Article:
CRITTENDEN: Well, I don't think I want someone in this much denial now positioning themselves to run for president. If this is the case, if she is this naive -- I mean, I don't think it's a double standard. I think if she were a man, if she had faced serious legal issues that this first lady did throughout her tenure, we would be putting him through the grilling process.
BLITZER: That's a fair point, too. Let me...
CRITTENDEN: And I think what most of this book is amounting to, she couldn't take that advance and she couldn't write a book without addressing the issue.
CARLSON: She had to show a little ankle.
CRITTENDEN: So what she -- she had to -- thank you, Margaret, that's it perfectly. She had to come close, and then she set the record straight, so it seemed respectable. Now she wants to move on.
BLITZER: All right. What about that, do people want a president of the United States, Lisa, who is living in denial, if you will?
CAPUTO: Well, let's separate the issues, Wolf, because I think it's important. I mean, you're talking about a marriage here and you're -- the line is getting blurred between the relationship between a wife and her husband, and the president and the first lady, and whether or not this woman in this marriage is going to have a political career.
I would say, you have to keep the issues separate. I mean, what happened in their marriage is something between the two of them that she chose, in her way, to make public in this memoir.
Now, the question -- there's a separate question here, which was just raised, is, you know, is she positioning herself?
I think it's a fair question, but let's address it. I mean, she was very clear in the Time magazine article with Nancy Ginn (ph) that she is not running for president in 2004, and, in fact, then said she has no intention to run in 2008.
Now, everybody's jumping all over the "she has not intention, she left the door open." Let's parsing words. She has no intention to run in 2008.
BLITZER: Well, Gail, let's talk a little bit about keeping that marriage together. A lot of people will say she deserves an enormous amount of credit, despite what her husband did, keeping the marriage together for the sake of the family, including for the sake of Chelsea.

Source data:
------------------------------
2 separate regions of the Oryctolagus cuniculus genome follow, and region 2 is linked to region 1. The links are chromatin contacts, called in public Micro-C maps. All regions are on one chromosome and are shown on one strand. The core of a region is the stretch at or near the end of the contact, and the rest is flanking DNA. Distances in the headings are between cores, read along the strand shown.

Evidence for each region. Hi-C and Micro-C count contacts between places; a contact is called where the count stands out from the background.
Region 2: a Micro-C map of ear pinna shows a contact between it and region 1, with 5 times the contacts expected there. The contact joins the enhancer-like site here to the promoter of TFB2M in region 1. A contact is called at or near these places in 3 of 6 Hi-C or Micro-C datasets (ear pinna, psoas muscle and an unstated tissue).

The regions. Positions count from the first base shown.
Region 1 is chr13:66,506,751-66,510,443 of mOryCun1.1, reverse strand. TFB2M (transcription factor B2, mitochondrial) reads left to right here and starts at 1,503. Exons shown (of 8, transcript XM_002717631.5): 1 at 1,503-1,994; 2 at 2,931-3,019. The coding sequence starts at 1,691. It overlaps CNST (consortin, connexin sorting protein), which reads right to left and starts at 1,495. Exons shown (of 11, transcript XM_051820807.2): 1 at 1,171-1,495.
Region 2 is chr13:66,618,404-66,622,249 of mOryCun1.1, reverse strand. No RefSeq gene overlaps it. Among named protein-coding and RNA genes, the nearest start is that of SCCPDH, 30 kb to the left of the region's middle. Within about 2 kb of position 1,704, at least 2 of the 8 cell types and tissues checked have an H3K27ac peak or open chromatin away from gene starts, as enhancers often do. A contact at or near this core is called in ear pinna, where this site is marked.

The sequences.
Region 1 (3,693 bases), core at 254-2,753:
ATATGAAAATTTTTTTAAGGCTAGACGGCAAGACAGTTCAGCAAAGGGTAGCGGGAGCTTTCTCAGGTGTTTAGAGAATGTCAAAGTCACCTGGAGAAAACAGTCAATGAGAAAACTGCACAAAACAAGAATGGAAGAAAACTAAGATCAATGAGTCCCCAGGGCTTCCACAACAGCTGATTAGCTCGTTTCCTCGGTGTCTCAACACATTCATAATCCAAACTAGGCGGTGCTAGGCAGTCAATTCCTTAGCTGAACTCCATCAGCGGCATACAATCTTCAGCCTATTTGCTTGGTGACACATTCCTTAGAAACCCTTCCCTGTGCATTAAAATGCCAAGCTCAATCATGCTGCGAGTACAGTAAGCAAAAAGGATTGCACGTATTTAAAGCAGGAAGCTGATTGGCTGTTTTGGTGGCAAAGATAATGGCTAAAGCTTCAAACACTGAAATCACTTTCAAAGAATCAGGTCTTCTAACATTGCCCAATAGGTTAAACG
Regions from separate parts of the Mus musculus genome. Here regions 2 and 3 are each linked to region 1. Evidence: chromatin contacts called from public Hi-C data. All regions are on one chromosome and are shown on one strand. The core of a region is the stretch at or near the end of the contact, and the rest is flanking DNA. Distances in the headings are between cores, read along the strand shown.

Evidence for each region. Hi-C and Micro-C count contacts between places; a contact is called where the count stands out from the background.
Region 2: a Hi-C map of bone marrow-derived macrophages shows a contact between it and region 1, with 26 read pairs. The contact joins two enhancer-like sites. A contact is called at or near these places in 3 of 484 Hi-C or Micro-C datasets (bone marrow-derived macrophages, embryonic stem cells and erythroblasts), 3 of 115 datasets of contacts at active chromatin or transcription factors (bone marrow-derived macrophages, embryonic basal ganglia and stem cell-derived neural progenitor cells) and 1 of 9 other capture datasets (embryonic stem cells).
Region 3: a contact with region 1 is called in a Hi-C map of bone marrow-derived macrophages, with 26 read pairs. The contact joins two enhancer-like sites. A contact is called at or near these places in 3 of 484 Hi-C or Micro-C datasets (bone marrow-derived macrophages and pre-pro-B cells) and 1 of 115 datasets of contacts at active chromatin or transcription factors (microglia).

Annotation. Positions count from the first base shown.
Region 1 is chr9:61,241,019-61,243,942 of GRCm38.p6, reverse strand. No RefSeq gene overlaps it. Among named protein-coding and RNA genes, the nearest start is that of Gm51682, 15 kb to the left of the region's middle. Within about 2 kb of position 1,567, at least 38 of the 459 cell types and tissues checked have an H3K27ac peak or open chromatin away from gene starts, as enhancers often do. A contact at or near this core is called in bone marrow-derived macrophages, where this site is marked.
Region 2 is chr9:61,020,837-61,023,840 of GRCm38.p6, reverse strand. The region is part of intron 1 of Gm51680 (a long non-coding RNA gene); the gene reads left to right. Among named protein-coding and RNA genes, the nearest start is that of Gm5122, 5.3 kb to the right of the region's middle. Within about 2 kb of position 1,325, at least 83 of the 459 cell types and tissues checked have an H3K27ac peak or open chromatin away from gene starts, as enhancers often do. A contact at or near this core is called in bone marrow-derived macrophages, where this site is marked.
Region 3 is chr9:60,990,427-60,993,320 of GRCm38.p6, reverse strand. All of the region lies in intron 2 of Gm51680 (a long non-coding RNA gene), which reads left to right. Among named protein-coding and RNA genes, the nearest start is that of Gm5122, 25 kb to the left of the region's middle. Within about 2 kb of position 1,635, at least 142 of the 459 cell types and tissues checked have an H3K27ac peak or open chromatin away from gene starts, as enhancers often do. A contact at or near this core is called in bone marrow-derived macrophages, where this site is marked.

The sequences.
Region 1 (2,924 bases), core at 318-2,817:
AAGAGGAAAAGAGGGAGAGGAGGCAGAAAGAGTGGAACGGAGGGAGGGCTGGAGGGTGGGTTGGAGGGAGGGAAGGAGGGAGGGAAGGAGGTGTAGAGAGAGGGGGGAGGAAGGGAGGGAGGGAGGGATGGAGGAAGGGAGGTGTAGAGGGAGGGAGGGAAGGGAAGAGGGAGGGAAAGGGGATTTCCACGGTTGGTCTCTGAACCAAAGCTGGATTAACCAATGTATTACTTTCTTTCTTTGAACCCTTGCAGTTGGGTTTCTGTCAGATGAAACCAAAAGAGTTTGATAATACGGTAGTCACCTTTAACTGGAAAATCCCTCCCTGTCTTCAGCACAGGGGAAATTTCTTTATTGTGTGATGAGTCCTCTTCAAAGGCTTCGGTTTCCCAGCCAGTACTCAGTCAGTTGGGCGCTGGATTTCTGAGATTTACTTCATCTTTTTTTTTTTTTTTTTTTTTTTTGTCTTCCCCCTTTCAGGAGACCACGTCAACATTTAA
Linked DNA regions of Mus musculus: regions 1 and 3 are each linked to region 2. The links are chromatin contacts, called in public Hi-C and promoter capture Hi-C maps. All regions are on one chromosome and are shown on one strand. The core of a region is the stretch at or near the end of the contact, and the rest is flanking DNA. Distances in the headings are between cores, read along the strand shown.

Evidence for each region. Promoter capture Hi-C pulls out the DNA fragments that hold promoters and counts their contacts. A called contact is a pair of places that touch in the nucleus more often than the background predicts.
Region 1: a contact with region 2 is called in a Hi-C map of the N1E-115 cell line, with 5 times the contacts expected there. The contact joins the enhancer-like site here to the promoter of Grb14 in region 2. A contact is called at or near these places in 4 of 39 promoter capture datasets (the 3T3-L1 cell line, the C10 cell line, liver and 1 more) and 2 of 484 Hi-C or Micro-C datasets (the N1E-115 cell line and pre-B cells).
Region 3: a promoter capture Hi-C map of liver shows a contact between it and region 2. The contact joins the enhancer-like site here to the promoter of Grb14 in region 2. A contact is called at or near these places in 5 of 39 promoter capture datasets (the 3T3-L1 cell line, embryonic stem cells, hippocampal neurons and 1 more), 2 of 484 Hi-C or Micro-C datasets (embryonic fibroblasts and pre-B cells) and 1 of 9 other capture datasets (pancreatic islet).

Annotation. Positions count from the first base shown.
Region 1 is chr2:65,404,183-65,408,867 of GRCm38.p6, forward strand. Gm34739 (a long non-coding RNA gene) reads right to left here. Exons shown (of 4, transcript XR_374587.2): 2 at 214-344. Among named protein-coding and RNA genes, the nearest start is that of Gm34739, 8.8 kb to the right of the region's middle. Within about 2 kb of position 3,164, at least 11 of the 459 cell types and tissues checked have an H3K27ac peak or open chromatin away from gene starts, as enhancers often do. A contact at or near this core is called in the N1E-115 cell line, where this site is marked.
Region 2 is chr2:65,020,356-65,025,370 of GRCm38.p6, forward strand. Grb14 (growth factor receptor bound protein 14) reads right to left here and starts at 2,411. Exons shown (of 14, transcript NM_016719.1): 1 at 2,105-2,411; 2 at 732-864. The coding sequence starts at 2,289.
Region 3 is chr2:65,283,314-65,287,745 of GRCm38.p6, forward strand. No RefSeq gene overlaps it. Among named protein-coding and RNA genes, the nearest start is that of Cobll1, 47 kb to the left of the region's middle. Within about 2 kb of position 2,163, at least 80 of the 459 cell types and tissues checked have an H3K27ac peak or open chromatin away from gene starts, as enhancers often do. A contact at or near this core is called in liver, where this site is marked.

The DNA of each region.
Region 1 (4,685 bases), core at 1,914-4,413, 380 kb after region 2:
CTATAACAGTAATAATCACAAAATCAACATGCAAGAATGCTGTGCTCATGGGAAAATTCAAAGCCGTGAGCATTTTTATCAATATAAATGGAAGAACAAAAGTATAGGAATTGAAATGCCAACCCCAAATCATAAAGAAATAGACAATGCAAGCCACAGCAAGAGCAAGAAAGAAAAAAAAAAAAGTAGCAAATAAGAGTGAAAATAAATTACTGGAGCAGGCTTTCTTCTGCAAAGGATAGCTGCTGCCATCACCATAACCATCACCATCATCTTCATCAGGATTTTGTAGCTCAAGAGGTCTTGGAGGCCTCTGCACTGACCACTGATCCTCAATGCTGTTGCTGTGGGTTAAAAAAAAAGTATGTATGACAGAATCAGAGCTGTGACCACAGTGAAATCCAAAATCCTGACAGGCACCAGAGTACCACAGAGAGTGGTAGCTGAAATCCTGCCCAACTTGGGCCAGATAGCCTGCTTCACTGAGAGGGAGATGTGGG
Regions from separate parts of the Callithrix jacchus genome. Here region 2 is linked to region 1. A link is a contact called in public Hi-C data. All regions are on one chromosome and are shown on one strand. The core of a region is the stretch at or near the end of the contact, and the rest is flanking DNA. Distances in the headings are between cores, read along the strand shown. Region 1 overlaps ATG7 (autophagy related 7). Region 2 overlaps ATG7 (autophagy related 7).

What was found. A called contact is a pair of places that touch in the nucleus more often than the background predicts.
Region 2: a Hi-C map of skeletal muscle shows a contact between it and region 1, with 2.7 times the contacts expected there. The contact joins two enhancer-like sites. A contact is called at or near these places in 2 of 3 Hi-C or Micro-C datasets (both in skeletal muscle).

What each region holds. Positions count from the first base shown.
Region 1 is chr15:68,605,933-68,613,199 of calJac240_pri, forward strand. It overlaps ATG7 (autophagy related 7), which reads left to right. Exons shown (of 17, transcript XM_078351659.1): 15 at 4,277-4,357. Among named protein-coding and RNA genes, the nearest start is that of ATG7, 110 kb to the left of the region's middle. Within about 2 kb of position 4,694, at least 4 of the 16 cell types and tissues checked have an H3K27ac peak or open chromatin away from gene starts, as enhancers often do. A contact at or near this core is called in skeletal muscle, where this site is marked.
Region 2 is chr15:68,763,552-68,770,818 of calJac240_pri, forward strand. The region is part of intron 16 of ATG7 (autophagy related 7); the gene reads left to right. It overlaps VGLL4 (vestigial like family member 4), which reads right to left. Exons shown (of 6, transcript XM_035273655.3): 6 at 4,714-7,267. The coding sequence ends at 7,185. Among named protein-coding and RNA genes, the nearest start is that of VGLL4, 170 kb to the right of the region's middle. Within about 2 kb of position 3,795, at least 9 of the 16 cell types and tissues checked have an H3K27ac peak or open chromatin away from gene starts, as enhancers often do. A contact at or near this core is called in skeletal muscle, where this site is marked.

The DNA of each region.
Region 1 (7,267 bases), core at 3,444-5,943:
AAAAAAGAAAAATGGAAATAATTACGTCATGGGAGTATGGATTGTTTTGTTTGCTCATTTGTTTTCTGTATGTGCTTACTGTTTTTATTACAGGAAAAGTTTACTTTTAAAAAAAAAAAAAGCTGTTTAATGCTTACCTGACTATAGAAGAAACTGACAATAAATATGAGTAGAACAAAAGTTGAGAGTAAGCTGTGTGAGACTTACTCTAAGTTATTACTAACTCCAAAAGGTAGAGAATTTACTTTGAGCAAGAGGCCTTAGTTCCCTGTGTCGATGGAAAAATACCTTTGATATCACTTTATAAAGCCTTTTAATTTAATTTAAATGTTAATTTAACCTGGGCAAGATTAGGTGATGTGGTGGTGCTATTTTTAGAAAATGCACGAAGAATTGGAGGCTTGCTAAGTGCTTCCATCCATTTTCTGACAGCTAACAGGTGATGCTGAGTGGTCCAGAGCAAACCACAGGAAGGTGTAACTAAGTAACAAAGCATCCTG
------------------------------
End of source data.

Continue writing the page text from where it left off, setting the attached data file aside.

EVANS: Well, and also for the sake of the nation. I think that as awful as things may have been, they would have been a lot more unpleasant if the first lady had left the White House and we had potentially had a divorce or something like that.
I think that we really -- I mean, Lisa makes the right point, I think. We have to separate this. I mean, if you take the lives of many great men and we were to examine exactly what their lives were personally, it's very different from what they achieved and what they accomplished politically or intellectually. So, I think there's a big difference. And we're examining her life in a different way than we've ever examined any of the males that have done all of this. So I do think there's a real double standard here.
BLITZER: Go ahead, Margaret.
CARLSON: I agree with Lisa. Hats off to Hillary for keeping the marriage together. Any time that happens, it's a good thing.
But this is also a merger of political fortunes, and it works for the two of them to stay together, because Bill Clinton's legacy was not having Al Gore in the White House. If he has one, it will be having Hillary Clinton in the White House.
BLITZER: Let me read to you what the first lady -- what the then first lady said on the Today Show in January 1998, shortly after the Monica Lewinsky name surfaced. She said this:
"I do believe that this is a battle. This is the great story here, for anybody willing to find it and write about it and explain it, is this vast right-wing conspiracy that has been conspiring against my husband since the day he announced for president."
Now, in the latest excerpt, she writes this, she goes on and says: "For me, the Lewinsky imbroglio seemed like just another vicious scandal manufactured by political opponents."
Danielle, was this all the result of political opponents, this vast right-wing conspiracy ganging up unfairly on this couple?
CRITTENDEN: Well, for sure we know that's not true now at all. And I think what -- if there's a double standard here, it's always one set by the Clintons themselves, is that they would get into very dubious areas of legality in their personal lives, and then, when you went and probed it, they would stand back and say, how dare you probe my personal life?
And I suspect, as we go through this book, we're going to, you know, hear very little about the travel office, we're going to hear very little about -- I mean, I don't know what she says about the whole health reform.
But, you know, she was -- she would often take -- she was criticized for taking political power upon herself, non-elected power, during that whole health-care reform, and then, when got criticized, she stepped back and said, I'm just first lady.
So she's always been crossing the line.
BLITZER: All right. We're going to have a chance to read about all of that stuff in this, what, 800-page book. Unfortunately, we have to leave it right there.
Danielle, "Amanda Bright at Home," very briefly, what's that about?
CRITTENDEN: It's a novel about a high-powered career woman who becomes a stay-at-home mom.
BLITZER: I just wanted to clear up that.
BLITZER: Thanks very much, Danielle.
Margaret, good luck with your book.
Gail, I know your book's going to be a huge success.
EVANS: Thank you, Wolf.
BLITZER: They all are.
And, Lisa, you're going to be very busy in the coming days, talking about your former boss.